Monday, October 20, 2008

Don't tell me to follow the rules. Convince me why they exist.

I'm not a big fan of the random rule following. Those designed to protect the safety of myself or others... like laws... for the most part I'll follow - that's what keeps us civilized. But believe me, even those aren't steadfast! But rules that seem to exist arbitrarily even from the get-go, I want to know why.

I've had more than one run-in with an HR person over silly dress codes. And usually because of my questioning the rule, not only did I not have to follow the silly rule, others didn't either. I started working at Blockbuster Video as a part-time second job after college. Employees were to wear khaki pants or skirts, a light-blue dress shirt and tie. I'm not a boy. I don't wear ties and I don't wear button down-shirts. Those are boy clothes. So I got a shirt and I got a tie. I wore them both - but I wore the shirt unbuttoned over a colored cami and I wore the tie like a scarf. I was told be several people that I had to wear the tie. I replied that I was. Soon others stopped sporting their ties. Unbuttoning their collars and untucking their shirts. We relaxed the dress code to be much more practical for the job we were doing.

I also worked part-time at Kohl's. There we had to wear the equivalent of office casual. One hot and humid Iowa summer day I wore a cute sun-dress of an appropriate length and nice sandals. I was called out by the floor manager for not having pantyhose on. I was told I needed to purchase hosiery and put them on. First of all, it's hot, second of all, at that time my legs looked great in a skirt and sandals and thirdly - I was wearing open-toes sandals. Open-toed sandals and hose at a huge fashion mistake. Being a bit of a smart ass, and totally unwilling to wear something evil like pantyhose, when I went on break I I went to the children's department, bought a pair of lacey ankle socks, and put those on. Then I went to the breakroom, found a copy of the employee handbook, found the dress code which only said "appropriate hosiery" not that pantyhose or covering your legs was required... made photocopies, highlighted them and posted them on the wall. And stuck a copy in my pocket for when I ran into that floor manager back upstairs again. Most of the 20-something female staff went barelegged for the rest of that summer.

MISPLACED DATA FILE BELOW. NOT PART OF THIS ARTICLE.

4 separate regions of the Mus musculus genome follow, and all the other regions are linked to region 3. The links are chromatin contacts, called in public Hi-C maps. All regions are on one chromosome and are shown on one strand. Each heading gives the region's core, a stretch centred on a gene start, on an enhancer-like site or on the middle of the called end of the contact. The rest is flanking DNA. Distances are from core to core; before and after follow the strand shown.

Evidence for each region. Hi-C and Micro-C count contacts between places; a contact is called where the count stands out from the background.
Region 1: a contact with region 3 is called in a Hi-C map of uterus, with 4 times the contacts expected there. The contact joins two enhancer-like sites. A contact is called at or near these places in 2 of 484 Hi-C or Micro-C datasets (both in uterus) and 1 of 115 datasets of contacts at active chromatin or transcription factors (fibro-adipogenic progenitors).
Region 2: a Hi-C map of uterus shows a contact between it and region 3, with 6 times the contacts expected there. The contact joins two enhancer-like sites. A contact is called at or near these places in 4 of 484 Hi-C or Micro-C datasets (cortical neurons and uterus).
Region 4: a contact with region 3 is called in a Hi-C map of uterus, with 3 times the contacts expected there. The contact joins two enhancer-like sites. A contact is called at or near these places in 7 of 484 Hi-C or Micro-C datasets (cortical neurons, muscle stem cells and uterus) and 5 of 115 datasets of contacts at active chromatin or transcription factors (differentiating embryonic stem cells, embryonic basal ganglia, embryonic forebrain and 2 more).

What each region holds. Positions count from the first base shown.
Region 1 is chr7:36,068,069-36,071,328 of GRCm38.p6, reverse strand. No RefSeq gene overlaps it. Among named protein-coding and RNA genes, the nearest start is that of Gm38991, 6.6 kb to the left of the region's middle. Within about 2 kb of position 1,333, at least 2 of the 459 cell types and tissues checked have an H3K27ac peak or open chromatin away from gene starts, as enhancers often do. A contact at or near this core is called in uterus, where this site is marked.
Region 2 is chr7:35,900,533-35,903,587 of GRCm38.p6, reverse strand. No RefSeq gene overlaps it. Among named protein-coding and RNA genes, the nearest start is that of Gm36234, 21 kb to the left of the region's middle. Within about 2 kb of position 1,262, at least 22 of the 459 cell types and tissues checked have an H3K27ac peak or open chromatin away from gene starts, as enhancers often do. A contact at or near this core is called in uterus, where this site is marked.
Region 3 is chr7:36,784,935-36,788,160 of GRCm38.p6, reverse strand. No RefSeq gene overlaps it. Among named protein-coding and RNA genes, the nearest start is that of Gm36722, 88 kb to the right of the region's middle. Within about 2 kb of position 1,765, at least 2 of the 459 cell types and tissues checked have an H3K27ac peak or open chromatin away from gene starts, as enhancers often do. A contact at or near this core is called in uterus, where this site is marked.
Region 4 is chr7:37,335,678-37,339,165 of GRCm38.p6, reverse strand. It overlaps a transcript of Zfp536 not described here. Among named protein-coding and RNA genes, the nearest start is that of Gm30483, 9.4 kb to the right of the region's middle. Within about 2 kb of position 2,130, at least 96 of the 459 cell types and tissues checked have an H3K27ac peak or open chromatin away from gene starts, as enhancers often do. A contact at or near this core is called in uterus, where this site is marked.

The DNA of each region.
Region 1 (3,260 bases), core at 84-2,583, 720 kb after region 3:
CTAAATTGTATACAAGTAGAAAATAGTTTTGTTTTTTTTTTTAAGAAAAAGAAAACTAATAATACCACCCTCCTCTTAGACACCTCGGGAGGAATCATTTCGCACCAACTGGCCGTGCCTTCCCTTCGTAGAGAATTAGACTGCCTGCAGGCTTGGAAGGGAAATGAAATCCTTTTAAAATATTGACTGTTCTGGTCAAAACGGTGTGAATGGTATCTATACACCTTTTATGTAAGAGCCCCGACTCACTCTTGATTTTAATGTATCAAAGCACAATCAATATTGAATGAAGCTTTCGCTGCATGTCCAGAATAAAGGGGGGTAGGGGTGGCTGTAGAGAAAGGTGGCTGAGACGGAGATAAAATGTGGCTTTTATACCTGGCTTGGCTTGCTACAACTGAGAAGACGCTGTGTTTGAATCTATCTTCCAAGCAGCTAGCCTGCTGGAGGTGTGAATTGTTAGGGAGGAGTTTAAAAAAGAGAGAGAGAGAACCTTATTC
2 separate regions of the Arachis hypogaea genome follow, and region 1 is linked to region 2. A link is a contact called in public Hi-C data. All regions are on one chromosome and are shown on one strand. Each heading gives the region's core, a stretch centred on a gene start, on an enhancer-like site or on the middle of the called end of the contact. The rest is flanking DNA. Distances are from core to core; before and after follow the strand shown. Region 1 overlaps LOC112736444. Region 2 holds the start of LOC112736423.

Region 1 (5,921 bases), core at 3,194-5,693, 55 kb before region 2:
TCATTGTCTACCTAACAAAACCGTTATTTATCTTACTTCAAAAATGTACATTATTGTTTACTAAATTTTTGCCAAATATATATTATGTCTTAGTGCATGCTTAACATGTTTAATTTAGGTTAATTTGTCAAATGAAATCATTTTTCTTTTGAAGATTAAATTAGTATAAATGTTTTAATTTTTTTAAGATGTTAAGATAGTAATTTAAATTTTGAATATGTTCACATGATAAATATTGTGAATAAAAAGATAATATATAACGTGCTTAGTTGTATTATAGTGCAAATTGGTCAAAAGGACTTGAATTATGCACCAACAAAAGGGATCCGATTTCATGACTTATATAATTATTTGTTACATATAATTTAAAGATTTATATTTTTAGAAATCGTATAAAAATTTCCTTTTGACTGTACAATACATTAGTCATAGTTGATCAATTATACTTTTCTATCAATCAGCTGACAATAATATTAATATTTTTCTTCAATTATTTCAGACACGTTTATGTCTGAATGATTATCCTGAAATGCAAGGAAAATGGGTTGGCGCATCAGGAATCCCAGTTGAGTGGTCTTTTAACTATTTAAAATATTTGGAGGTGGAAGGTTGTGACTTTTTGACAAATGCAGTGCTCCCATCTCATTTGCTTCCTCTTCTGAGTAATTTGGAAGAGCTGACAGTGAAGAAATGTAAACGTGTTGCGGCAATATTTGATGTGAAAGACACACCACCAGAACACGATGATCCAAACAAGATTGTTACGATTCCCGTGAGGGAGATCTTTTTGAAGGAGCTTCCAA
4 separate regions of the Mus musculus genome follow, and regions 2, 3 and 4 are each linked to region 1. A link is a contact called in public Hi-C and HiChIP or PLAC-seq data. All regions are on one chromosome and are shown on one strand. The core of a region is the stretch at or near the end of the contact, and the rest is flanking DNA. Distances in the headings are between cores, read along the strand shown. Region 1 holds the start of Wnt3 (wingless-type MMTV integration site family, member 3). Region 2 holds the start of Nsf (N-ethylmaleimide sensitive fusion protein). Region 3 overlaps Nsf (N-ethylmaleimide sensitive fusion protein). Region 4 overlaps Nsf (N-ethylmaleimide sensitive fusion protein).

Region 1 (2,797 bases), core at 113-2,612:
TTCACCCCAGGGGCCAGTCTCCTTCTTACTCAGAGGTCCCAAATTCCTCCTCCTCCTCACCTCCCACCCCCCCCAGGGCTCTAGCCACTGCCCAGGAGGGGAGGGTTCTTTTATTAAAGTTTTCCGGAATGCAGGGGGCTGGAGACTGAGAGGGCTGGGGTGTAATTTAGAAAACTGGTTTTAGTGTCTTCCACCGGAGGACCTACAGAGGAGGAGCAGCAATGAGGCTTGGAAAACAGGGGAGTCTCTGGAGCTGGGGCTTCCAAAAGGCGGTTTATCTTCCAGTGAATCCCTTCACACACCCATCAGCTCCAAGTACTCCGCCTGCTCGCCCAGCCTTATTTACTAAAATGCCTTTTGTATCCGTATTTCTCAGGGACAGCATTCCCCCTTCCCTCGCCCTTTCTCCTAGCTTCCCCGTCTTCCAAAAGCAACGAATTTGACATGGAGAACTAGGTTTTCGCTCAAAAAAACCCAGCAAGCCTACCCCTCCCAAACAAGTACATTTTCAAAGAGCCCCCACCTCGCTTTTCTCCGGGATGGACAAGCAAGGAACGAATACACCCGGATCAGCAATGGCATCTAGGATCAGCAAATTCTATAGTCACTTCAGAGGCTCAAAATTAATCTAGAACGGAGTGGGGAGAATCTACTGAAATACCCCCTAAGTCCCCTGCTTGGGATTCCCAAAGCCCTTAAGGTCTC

Good comes from questioning rules. Mary Tyler Moore told the producers of The Dick van Dyke show that she wanted to wear pants. Maybe if Lucille Ball had done that, my mom wouldn't have had to wear dresses to school in northern Minnesota in January. Maybe if my mom had told the bank she worked at in the 1980s that she wasn't going to wear high heels and hose, then I wouldn't have had to more than a decade later in a department store.

And if you can't even question rules on simple things like modernizing fashion, how will you ever question rules that really matter?

Like those in many churches. Sure, some are pretty harmless, the one we went to for Amy's wedding had a "no flash photography' rule. Why? It doesn't hurt for me to ask that. Maybe there are exceptions, or no one ever bothered to change it after it no longer applied. But others, like the rules that don't allow women to participate in certain roles in many churches. Valid at one time? Maybe. Valid now? No. But they still exist in too many places. We must step forward and assert that the time for the rules is long gone. One reason I am drawn to the church I now attend, is that while they are very conservative in many respects, they are also not afraid (sometimes) to question 'rules' that were most likely made arbitrarily by some man hundreds of years ago.

All that blind following, because that's the way it's always been done... leads to nothing good. Rules like who's allowed to drink from what water fountain or take a seat on a bus. Rules about who is allowed to marry and who is not. Rules about people of all genders and races getting equal pay for equal work. Rules about whether a woman has the right to decide her own right time to have a child. Rules that say if people don't agree with our religion, they shouldn't exist.

If you want me to follow your rules, you'll have to convince me why they exist.

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